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How to Combat Internet Misinformation

November 08, 2002

In "One Less Thing to Fret Over" (editorial, Nov. 4), you point out the continuing dissemination of that Internet urban-legend e-mail that continues to spread the ridiculous fear that deodorant and antiperspirant use causes cancer. This is just one of thousands of examples of Internet misinformation. The Internet is full of these apocryphal myths and untruths. They are continually passed on by well-intentioned folks who are themselves probably interested in truth but who neglect to use any of the easily accessed sources to verify or discount these stories before they pass them on themselves.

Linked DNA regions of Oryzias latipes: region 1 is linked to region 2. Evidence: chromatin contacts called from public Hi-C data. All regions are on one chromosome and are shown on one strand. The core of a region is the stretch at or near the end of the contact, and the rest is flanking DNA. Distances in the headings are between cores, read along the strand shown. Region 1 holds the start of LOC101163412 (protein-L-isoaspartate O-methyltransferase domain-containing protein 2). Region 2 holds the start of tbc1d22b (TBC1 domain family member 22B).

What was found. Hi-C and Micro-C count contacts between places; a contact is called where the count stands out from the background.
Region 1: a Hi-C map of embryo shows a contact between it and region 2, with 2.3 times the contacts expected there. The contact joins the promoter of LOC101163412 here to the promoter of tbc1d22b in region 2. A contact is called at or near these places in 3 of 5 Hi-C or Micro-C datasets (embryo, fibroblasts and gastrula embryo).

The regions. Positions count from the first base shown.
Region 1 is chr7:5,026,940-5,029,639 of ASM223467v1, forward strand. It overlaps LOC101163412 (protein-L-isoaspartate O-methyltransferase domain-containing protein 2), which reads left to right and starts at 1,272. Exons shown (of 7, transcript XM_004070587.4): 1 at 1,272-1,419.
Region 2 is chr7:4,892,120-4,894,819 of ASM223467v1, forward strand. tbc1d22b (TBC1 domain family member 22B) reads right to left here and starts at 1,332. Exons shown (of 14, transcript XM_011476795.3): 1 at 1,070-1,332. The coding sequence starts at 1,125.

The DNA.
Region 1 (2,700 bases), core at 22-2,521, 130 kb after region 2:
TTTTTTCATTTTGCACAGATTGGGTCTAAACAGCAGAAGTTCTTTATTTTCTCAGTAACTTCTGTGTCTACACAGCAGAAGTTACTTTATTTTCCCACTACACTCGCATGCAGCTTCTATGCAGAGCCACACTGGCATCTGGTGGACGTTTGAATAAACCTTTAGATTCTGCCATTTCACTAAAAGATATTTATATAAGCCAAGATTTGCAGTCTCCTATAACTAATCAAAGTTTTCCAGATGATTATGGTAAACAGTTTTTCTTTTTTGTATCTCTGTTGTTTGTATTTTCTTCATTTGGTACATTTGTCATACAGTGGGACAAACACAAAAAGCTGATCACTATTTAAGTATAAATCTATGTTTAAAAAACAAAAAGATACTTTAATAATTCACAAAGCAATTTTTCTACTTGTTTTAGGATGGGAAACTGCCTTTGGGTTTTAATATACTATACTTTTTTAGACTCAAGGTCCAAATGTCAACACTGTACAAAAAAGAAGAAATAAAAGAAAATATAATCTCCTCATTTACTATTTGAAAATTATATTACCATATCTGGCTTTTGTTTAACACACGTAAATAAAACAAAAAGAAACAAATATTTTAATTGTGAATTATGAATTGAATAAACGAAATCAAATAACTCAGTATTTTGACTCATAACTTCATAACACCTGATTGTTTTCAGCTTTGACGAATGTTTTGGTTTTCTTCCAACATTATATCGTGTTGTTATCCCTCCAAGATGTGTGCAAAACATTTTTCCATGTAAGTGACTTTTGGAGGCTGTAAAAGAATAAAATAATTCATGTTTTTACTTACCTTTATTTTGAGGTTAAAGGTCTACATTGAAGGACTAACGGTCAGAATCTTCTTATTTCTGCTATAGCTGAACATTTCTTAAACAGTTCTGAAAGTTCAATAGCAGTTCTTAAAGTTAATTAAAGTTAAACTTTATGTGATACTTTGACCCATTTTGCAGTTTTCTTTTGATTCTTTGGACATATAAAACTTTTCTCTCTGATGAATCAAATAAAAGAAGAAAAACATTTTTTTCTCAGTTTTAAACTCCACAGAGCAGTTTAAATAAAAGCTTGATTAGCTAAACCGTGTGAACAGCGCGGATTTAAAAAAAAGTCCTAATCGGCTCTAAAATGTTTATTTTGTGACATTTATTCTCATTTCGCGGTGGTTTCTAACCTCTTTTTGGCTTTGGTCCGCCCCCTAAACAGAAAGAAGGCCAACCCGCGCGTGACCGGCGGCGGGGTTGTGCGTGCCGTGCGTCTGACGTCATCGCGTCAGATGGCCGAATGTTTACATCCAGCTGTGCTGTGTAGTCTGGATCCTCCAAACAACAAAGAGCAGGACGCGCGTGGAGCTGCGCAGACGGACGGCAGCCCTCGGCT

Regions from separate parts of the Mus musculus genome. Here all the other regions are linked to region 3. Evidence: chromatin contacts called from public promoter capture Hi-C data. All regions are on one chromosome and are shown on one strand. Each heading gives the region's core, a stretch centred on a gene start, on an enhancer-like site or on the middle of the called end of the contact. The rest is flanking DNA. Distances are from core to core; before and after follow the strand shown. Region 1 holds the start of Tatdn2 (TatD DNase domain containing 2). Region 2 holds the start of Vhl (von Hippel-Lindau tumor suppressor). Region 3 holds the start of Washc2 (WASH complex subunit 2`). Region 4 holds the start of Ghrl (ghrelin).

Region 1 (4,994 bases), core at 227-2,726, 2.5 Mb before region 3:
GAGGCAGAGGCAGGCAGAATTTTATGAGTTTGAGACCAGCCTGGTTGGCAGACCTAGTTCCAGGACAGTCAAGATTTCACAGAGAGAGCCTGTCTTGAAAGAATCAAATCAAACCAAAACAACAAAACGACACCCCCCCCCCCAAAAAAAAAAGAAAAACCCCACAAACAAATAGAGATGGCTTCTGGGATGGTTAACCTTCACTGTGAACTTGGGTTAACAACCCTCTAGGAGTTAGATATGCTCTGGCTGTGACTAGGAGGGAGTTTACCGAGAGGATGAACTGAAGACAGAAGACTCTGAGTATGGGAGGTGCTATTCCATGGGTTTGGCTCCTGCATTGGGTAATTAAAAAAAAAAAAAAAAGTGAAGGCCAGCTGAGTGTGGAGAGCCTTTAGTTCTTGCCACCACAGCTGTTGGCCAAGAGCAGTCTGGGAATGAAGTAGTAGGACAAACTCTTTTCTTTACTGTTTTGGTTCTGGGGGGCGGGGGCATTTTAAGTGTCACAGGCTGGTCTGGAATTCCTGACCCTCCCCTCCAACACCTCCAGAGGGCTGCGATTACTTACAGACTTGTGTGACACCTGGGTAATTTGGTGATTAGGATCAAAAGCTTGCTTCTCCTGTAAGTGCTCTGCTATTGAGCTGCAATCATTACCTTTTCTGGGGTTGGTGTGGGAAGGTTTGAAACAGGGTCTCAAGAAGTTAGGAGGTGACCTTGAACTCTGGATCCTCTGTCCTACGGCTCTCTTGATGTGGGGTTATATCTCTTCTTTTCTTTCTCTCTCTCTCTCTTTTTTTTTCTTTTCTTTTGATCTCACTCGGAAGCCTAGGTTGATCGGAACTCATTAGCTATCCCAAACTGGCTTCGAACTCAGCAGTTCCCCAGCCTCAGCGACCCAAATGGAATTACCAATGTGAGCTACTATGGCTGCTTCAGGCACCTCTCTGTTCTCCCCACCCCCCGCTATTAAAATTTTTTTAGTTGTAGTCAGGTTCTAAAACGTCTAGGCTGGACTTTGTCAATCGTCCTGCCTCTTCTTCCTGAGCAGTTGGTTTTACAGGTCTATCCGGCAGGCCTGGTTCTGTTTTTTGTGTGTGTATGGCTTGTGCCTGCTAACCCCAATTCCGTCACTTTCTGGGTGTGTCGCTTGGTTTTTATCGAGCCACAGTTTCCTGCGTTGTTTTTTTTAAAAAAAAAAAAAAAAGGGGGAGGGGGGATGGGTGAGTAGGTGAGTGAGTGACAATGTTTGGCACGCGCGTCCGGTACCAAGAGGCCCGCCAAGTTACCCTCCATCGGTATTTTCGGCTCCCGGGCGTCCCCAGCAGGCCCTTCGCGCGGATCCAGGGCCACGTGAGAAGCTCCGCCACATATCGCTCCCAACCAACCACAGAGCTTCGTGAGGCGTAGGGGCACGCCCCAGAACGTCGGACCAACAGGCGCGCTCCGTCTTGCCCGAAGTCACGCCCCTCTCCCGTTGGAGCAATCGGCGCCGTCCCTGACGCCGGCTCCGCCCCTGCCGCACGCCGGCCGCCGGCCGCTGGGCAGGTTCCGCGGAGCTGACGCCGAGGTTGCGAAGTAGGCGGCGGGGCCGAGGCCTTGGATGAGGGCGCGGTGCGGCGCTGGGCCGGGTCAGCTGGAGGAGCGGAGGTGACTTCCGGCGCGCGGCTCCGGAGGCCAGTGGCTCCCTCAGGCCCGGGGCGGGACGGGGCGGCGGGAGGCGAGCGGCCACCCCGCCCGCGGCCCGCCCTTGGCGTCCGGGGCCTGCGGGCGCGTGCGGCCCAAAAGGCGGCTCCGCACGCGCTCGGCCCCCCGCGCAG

There are three Web sites that can easily be used for verifying stories: www.truthorfiction .com, www.snopes2.com or www .hoaxbusters.org. Each of these sites provides search engines that are easy to use. Entering a couple of key words from the e-mail in question will usually bring up all the information one needs to determine whether there is any truth in the story and whether it should be passed on or trashed. If everyone out there simply took the three or four minutes required to check out these things before passing them on, the Internet might actually become the reliable source of information that it could be -- instead of the quagmire of lies and misinformation that it is today.

Steve Gaghagen

Big Bear Lake

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